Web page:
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Children’s Charities: How to Raise Kids Who Give Back and Where to Give

With all the focus on presents, food and time off from school, it’s easy for children to forget that the holidays are actually about the pleasures of giving, not receiving. Instill a lifetime love of service in your kids by building a family tradition of philanthropy, which simply means giving your time, talent or treasure to help others.

You can begin by reinforcing the qualities that support philanthropy, like compassion and teamwork. Learn about those in your local community or across the world who are struggling with hunger and poverty and talk to your children about ways your family can help. Tap into your children’s natural interests, whether it’s in elephants or sports – donate to a zoo or volunteer at a youth sports league. And make time at Christmas, Hanukkah or Kwanzaa to highlight your family’s beliefs as they relate to giving to the broader community.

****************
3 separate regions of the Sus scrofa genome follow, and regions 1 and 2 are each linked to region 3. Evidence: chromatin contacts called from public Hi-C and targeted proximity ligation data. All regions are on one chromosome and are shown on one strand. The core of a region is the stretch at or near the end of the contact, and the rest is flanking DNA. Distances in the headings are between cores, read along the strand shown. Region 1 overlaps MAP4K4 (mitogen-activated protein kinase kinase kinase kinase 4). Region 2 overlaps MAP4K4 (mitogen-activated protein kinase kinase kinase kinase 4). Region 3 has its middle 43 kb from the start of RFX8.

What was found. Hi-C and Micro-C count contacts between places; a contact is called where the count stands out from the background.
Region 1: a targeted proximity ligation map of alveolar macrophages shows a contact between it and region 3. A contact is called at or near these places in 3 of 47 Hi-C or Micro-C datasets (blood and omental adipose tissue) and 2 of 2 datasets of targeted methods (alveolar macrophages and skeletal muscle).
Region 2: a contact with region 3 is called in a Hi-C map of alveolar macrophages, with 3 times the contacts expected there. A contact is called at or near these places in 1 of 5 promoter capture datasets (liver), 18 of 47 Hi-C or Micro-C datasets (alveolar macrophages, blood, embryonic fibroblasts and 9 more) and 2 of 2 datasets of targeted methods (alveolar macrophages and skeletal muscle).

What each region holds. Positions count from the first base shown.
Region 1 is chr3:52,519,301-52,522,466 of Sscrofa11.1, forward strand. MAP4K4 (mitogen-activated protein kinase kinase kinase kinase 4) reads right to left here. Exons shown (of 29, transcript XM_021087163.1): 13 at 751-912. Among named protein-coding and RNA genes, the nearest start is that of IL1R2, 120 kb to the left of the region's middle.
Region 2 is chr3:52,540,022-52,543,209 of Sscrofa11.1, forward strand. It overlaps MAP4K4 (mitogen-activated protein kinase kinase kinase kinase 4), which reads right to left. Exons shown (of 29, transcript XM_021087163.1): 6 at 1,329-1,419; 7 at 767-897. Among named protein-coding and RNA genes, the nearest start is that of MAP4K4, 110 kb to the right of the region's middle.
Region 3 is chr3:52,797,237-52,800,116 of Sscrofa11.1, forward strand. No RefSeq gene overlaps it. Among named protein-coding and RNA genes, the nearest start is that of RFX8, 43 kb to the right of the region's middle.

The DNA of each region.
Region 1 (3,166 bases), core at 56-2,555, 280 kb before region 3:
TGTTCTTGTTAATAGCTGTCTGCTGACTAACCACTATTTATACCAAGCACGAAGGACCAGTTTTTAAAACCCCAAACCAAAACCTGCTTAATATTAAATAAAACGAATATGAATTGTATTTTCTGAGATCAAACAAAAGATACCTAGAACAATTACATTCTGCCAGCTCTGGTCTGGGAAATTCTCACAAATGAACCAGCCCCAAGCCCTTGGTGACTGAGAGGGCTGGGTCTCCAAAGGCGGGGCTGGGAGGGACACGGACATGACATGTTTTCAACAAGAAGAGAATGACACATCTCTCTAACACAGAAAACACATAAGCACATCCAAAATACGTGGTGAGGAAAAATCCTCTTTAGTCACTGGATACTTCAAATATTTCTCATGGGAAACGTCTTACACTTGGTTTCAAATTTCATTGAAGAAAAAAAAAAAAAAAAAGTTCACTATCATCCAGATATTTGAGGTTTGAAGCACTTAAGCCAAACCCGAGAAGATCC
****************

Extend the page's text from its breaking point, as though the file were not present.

Here are 5 ways to teach your family about giving, then 7 ways you can help out – in December and beyond.

Lessons on giving:

1. Give thanks

At Thanksgiving, many families go around the table and list some of the things they’re grateful for, both large and small. Carry this spirit on throughout the year with a weekly dinner ritual. At the table, take a moment for each family member to fill in the blank: “This week, I’m thankful for______.” Another option: create a Thanksgiving countdown calendar and name a reason to be thankful as you check off the days.

2. Teach by example…

Inspire your children by reading to them about kids who actually have changed the world. Ana Dodson started Peruvian Hearts when she was 11; the organization now provides daily lunch and other support services for hundreds of poverty-stricken children in Peru. At the age of 4, Alex Scott held her first lemonade stand to raise money for childhood cancer research. Alex’s Lemonade Stand has raised millions of dollars for the cause since. These kids can become great role models for your children.

3. …And set an example